Bram Stoker to dream of a vampire rising from his grave. On the other side of that dream came perhaps the most important entry in gothic literature (and my all-time favorite book), Dracula. With all of us sheltered inside our homes, I figured now would be a good time to hear the experiences of our community. The result is this mini literary journal made up entirely of local works. I hope you enjoy it as much as I do because it is my favorite edition of Fargo Monthly to date. Stay strong and do not be afraid to plumb the depths of your imagination right now. You never know what may be waiting on the other side...

Nolan Schmidt


Volume 10 / Issue 5

MAY 2020

Fargo Monthly Magazine is published 12 times a year and is free. Copies are available at more than 500 Fargo-Moorhead locations and digitally at fargomonthly.com.

Publisher Mike Dragosavich Drago@SpotlightMediaFargo.com EDITORIAL Editorial Director Alexandra Martin Alexandra@SpotlightMediaFargo.com Editors Alexandra Martin, Nolan P. Schmidt Graphic Designer Kim Cowles Marketing Designer Christy German Photographer Kayleigh Omang Photography@SpotlightMediaFargo.com Contributors Alexandre Cyusa, Dr. Sue Mathison, Ashley Morken INTERACTIVE Nick Schommer Business Development Manager NickSchommer@SpotlightMediaFargo.com Inbound Marketing Strategist Videographers Executive Sales Assistant Graphic Designer

Kirsten Lund Tommy Uhlir, Laura Alexander Kellen Feeney Ben Buchanan

ADVERTISING Senior Sales Executive Paul Hoefer Paul@SpotlightMediaFargo.com Sales Executives Zach Olson Zach@SpotlightMediaFargo.com Matt Becker Matt@SpotlightMediaFargo.com Client Relations ClientRelations@SpotlightMediaFargo.com Client Relations Manager Jenny Johnson ADMINISTRATION VP of Human Resources Colleen Dreyer Controller Jay Borland Account Strategist Cassie Wiste DISTRIBUTION Delivery Bruce Crummy, John Stuber, Craig Sheets

Fargo Monthly is published by Spotlight, LLC. Copyright 2020 Fargo Monthly and fargomonthly. com. All rights reserved. No parts of this magazine may be reproduced or distributed without written permission of Fargo Monthly and Spotlight, LLC is not responsible for, and expressly disclaims all liability for, damages of any kind arising out of use, reference to, or reliance on such information. Spotlight, LLC accepts no liability for the accuracy of statements made by the advertisers.

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It’s no secret that our business landscape has been affected by the COVID-19 pandemic. However, when there's a problem in our community, our local organizations eventually find solutions. We look at some of the unique things local businesses are doing to deal with the pandemic and help our community. Read all past issues at fargoinc.com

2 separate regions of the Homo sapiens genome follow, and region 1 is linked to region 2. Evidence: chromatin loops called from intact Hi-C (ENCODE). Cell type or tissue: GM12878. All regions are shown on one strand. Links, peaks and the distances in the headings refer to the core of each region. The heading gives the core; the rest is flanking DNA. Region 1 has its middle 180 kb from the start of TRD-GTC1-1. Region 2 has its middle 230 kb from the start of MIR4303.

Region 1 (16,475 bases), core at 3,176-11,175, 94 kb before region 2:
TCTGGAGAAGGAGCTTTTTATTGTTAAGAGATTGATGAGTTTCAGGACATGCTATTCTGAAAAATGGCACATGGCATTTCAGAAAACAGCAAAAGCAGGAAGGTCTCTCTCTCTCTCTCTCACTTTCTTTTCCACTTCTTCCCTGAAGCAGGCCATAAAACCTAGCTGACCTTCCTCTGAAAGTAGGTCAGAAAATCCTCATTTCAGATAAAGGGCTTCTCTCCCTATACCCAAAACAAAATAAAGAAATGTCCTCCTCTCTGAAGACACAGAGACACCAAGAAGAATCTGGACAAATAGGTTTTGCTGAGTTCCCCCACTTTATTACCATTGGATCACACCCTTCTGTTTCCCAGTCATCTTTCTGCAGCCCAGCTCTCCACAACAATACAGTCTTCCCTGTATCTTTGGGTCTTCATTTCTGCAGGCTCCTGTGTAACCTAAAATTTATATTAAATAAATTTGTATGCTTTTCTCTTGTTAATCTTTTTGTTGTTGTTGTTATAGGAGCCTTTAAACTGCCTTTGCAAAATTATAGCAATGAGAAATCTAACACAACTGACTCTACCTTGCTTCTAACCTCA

Our region is sprouting with new ag businesses. From smart inventions to efficient innovations, the agriculture industry is evolving before our eyes. In this issue of Future Farmer, we will be highlighting these inventors and small business owners filling the needs of their own niche markets. Read all past issues at futurefarmer.com

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Ar twork By Nichole R ae 16 | MAY 2020 | FARGOMONTHLY.COM


Sincerely, Fargo A Fa rg o- M o o r h e a d L i terar y Jo u r n al Ou r co m mu nit y co nt i nue s to b e defin ed by g rit, d e ter m in at io n a nd cre at i vi t y. I t i s with th ese qu a li t ie s t h at Fa rgo - M o o rhe a d ha s con tin u ed to forg e ah e ad d uri ng t hi s i nco mp re hen sible tim e in ou r s o c ie t y's exi s te nc e. I n a t i me wh ere dou bt an d wor r y c an re ig n s up re me , we wa nted to tu r n th is i ssu e o f Fa rg o Mo n th l y ove r to yo u , th e citizen s of Farg o - M o o r h e a d. W he t he r i t wa s in th e for m of a r two r k , p h o to g ra p hy, s ho r t s to r y, poem or essay, ou r co m mu nit y c a me to ge t he r i n t h e followin g pa g es. Ho p e fu lly, i t w i ll p rovi de a n escape to th ose who are s t r u g gli ng, eve n i f i t i s j ust for a few m om e n t s. A s a co m mu nity, we w i ll co nt i nue to forge ah ead a n d r is e to g e t h e r. 17